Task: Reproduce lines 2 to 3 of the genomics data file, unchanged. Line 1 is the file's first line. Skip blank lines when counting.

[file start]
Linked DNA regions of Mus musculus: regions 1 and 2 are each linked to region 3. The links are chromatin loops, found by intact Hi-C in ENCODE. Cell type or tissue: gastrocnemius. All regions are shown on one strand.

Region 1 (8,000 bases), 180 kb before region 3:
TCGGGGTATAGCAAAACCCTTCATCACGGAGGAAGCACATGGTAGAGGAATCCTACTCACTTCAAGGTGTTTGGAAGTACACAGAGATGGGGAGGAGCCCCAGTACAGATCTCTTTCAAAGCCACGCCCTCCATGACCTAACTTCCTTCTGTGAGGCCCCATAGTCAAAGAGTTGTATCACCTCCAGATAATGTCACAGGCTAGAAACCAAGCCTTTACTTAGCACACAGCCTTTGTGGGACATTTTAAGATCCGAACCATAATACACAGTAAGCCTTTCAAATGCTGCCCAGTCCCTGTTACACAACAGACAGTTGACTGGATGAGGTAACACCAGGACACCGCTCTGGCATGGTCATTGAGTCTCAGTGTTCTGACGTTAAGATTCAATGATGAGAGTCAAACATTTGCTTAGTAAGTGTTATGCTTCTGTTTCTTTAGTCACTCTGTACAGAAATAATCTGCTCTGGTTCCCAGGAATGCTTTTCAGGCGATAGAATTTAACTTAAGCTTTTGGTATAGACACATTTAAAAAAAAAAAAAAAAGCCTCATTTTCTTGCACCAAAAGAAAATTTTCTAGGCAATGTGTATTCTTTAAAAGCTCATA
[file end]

Region 1 (8,000 bases), 180 kb before region 3:
TCGGGGTATAGCAAAACCCTTCATCACGGAGGAAGCACATGGTAGAGGAATCCTACTCACTTCAAGGTGTTTGGAAGTACACAGAGATGGGGAGGAGCCCCAGTACAGATCTCTTTCAAAGCCACGCCCTCCATGACCTAACTTCCTTCTGTGAGGCCCCATAGTCAAAGAGTTGTATCACCTCCAGATAATGTCACAGGCTAGAAACCAAGCCTTTACTTAGCACACAGCCTTTGTGGGACATTTTAAGATCCGAACCATAATACACAGTAAGCCTTTCAAATGCTGCCCAGTCCCTGTTACACAACAGACAGTTGACTGGATGAGGTAACACCAGGACACCGCTCTGGCATGGTCATTGAGTCTCAGTGTTCTGACGTTAAGATTCAATGATGAGAGTCAAACATTTGCTTAGTAAGTGTTATGCTTCTGTTTCTTTAGTCACTCTGTACAGAAATAATCTGCTCTGGTTCCCAGGAATGCTTTTCAGGCGATAGAATTTAACTTAAGCTTTTGGTATAGACACATTTAAAAAAAAAAAAAAAAGCCTCATTTTCTTGCACCAAAAGAAAATTTTCTAGGCAATGTGTATTCTTTAAAAGCTCATA